Nor did the factionalism stop on May 10, 1940. Georges Mandel, the courageous Minister of the Interior, observed a Deputy (legislator) whose district had been bombed by the enemy...he went about the lobbies (of the Chamber of Deputies), screaming "I will interpellate the government on this outrage as soon as the Chamber meets!" Mandel remarked to his friend, the English General Edward Spears, about the disconnect of this behavior from reality. "Paris is bombed by the Germans? Let's shake our fists at our own Government."

It is virtually impossible to win a war when politics is being conducted in such a manner...when the "enemy" across the aisle is hated more than the enemy in the bombers overhead. And, again, it is hard not to hear the echo of that Deputy of 1940 in the way that every reverse in Iraq or Afghanistan is used as a platform for vicious attacks on President Bush.

The tendency to view everything through the lens of domestic politics certainly had a malign influence on French military preparedness. Consider, for example, the matter of aircraft production. When the aggressive Guy La Chambre took over as Air Minister (in January 1938), he reputedly "found nothing but a disheartened industry of small workshops of which only one factory alone was equipped for mass production. As war approached and the production gap with the Luftwaffe appeared hopelessly wide, he tried to fill it by means of large-scale purchases from the United States; but even this measure of desperation met with intense opposition from the French aircraft manufacturers lobby." (Horne) At roughly the same time, the Left was objecting to the restoration of a longer work week in order to increase armaments production. (In the event, some aircraft orders were placed in the US, but not nearly on the scale needed, and the work week was lengthened, but not without an epidemic of disruptive strikes.)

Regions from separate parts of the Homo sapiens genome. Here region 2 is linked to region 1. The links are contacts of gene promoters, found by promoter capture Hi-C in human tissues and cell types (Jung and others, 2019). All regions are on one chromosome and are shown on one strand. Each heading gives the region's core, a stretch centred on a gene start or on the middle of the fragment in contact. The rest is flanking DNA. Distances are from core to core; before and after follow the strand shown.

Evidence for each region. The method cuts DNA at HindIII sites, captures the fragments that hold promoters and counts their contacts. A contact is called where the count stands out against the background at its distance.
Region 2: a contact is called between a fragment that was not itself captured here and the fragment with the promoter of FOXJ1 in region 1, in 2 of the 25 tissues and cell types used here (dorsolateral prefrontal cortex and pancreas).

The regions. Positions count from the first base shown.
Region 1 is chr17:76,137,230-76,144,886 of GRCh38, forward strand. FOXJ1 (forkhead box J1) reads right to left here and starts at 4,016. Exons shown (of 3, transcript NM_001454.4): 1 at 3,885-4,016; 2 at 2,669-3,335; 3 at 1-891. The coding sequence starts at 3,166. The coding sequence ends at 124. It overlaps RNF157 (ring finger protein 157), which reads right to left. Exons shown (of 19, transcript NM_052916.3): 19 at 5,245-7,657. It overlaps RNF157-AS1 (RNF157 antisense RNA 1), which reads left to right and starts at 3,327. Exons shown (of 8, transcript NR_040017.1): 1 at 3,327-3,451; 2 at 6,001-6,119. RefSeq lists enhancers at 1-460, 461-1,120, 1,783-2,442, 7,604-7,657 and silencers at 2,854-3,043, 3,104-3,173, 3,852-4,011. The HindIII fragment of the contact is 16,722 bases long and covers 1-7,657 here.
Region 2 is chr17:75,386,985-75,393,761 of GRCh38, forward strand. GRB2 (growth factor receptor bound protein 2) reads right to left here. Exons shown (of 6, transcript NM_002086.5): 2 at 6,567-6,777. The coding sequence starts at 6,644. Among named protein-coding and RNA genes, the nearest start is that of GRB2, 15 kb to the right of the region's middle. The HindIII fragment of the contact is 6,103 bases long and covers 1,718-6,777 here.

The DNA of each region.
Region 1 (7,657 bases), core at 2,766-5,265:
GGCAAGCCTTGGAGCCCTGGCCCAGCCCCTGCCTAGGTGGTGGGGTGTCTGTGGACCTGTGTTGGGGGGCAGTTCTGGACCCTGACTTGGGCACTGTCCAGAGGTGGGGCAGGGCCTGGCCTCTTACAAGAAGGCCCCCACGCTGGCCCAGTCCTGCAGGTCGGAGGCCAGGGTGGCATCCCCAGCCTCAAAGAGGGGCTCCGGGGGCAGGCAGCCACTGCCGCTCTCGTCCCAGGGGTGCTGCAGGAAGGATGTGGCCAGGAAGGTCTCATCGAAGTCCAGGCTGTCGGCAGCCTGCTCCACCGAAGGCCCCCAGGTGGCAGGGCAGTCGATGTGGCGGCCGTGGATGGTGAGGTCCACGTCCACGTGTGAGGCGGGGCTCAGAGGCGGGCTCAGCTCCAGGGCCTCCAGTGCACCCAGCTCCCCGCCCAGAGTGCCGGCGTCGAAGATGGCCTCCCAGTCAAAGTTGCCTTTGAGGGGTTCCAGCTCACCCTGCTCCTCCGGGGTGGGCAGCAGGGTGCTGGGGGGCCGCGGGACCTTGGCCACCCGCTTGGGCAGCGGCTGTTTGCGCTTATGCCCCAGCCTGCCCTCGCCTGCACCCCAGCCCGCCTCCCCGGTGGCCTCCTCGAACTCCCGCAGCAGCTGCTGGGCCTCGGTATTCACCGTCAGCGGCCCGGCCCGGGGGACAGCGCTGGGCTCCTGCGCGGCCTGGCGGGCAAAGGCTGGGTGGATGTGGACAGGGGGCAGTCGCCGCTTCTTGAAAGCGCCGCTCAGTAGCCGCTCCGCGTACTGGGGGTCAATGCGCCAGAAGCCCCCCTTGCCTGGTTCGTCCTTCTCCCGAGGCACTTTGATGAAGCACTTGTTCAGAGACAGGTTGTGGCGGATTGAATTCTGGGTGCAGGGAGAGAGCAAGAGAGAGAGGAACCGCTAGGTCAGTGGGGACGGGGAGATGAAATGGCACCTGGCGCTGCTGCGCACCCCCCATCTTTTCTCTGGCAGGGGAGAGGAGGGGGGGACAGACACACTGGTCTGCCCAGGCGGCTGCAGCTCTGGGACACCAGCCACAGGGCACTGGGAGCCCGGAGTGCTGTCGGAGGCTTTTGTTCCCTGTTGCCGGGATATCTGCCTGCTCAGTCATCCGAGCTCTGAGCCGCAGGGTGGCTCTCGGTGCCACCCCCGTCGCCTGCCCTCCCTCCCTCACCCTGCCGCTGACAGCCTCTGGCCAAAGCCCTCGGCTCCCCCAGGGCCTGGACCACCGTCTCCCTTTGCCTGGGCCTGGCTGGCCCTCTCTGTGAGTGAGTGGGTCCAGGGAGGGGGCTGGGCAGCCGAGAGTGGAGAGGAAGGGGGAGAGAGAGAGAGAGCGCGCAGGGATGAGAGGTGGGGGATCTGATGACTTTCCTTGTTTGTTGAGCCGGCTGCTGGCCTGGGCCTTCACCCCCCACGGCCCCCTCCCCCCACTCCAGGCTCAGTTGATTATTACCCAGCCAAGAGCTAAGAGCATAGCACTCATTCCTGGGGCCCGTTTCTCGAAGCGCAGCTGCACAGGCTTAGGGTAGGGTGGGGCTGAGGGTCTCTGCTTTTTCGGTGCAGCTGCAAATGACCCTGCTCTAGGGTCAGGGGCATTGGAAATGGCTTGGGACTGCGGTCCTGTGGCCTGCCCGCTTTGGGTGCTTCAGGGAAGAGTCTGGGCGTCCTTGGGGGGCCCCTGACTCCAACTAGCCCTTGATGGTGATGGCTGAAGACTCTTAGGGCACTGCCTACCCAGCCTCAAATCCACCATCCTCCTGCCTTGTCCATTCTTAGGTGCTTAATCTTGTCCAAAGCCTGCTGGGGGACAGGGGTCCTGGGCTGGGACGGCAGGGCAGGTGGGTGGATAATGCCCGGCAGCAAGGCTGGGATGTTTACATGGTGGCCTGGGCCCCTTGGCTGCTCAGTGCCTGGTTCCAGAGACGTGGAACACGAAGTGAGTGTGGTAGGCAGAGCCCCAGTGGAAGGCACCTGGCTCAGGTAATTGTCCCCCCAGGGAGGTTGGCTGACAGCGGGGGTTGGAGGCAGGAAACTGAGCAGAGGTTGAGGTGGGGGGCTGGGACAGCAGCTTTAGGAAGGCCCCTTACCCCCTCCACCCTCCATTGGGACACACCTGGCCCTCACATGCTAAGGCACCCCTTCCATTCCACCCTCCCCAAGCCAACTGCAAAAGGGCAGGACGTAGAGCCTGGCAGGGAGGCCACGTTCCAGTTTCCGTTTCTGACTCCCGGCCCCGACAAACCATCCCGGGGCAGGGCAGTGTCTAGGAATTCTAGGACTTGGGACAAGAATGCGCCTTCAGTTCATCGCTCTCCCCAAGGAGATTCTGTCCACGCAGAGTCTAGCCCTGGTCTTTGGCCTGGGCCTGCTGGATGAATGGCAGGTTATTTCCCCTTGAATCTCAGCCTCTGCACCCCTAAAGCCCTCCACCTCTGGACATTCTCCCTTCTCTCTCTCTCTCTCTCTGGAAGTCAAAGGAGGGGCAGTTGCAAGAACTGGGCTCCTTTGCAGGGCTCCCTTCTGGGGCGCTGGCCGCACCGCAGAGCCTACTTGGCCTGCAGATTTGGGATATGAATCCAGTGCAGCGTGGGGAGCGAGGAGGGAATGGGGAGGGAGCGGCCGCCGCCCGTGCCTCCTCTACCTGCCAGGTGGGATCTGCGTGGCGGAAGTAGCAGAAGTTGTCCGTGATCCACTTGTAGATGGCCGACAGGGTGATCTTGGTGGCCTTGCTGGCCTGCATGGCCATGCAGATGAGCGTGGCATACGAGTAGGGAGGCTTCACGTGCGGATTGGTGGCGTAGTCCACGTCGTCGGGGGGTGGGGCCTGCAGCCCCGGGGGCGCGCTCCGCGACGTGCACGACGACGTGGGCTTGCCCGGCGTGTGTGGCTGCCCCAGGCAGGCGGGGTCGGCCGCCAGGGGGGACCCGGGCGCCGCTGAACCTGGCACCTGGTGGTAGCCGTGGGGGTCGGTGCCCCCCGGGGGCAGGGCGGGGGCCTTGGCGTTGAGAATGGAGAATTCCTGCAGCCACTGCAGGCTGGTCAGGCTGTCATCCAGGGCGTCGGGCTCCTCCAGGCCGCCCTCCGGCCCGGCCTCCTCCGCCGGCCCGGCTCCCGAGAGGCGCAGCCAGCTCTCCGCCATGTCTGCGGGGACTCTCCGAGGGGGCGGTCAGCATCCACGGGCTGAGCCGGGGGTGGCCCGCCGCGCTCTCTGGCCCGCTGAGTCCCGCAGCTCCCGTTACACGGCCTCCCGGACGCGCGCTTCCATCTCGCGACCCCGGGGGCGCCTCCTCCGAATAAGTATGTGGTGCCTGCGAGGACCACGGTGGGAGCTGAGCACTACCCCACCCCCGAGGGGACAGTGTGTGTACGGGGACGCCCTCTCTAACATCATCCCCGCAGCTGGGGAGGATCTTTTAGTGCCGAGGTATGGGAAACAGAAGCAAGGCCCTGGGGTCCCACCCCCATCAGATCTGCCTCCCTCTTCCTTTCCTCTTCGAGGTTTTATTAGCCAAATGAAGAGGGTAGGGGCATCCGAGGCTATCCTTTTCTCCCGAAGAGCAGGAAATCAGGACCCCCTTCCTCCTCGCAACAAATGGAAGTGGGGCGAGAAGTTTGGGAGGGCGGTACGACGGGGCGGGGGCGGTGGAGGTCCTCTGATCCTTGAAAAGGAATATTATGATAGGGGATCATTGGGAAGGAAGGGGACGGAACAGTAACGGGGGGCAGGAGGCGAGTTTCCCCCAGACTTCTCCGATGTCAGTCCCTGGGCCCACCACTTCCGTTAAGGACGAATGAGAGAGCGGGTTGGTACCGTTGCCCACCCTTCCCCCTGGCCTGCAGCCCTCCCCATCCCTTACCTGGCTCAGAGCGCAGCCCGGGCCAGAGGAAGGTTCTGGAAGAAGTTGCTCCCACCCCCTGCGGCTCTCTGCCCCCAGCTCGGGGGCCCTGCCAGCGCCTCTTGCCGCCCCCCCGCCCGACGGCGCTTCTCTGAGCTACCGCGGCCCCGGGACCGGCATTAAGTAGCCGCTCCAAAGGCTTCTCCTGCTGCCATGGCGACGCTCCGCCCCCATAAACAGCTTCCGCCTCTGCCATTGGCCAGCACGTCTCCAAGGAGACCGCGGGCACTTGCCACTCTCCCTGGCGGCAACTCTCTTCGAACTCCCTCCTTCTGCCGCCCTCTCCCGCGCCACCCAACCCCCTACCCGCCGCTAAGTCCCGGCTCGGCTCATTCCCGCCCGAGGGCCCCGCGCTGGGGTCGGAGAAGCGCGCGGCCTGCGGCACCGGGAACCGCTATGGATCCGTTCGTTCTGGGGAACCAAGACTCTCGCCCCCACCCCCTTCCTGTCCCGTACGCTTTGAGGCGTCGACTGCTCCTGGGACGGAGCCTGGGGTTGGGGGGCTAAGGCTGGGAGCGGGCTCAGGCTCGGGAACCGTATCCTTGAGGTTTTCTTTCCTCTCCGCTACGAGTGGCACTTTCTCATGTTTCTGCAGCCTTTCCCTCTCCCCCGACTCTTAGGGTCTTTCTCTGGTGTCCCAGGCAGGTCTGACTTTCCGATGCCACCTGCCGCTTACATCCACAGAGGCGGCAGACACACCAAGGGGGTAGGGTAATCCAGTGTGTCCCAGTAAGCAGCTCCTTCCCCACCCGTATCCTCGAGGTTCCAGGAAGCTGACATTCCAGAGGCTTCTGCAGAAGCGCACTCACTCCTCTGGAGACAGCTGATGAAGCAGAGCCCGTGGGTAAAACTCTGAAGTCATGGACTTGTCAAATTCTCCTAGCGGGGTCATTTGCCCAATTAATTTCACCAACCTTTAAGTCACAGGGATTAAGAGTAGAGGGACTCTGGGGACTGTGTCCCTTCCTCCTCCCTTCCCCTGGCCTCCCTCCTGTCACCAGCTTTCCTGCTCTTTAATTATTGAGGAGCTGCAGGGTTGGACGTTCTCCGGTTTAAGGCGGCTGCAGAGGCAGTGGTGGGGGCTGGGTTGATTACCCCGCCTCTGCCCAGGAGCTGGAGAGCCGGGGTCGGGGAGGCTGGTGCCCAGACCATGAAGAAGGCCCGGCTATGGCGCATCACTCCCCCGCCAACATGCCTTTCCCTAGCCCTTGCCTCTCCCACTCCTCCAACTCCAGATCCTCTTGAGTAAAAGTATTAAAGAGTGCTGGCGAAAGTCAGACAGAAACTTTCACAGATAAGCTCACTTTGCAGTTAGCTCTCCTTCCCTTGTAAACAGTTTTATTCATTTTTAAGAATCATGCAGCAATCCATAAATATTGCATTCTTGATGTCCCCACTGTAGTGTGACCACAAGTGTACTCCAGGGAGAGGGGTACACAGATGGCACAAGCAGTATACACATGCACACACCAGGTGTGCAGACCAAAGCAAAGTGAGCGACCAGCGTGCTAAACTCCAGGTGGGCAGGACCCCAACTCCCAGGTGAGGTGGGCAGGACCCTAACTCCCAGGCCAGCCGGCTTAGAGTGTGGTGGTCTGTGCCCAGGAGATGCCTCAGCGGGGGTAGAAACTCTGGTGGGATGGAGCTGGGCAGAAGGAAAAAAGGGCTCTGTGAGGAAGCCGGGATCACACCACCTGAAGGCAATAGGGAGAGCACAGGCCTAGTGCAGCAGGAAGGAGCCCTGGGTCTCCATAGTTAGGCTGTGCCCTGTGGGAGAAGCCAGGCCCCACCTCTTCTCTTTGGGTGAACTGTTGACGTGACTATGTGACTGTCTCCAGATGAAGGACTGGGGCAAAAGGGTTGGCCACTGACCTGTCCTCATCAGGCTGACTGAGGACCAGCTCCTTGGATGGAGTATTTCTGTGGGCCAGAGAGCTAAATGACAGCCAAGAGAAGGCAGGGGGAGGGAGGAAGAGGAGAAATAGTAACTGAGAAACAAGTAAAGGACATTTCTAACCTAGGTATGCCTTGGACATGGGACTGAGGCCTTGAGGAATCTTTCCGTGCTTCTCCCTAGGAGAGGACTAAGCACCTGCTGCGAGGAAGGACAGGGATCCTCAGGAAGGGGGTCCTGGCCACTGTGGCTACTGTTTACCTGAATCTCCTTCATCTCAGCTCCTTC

The 1930s were a time of frequent financial/political scandals. The most famous of these was the Stavisky affair: Serge Alexander Stavisky was able to sell bonds worth 200 million francs based on the assets of Bayonne's municipal pawnshop. His political connections assisted him both in pulling off the scam and in getting his trial postponed 19 times. The result was a considerable weakening of confidence in France's governing institutions.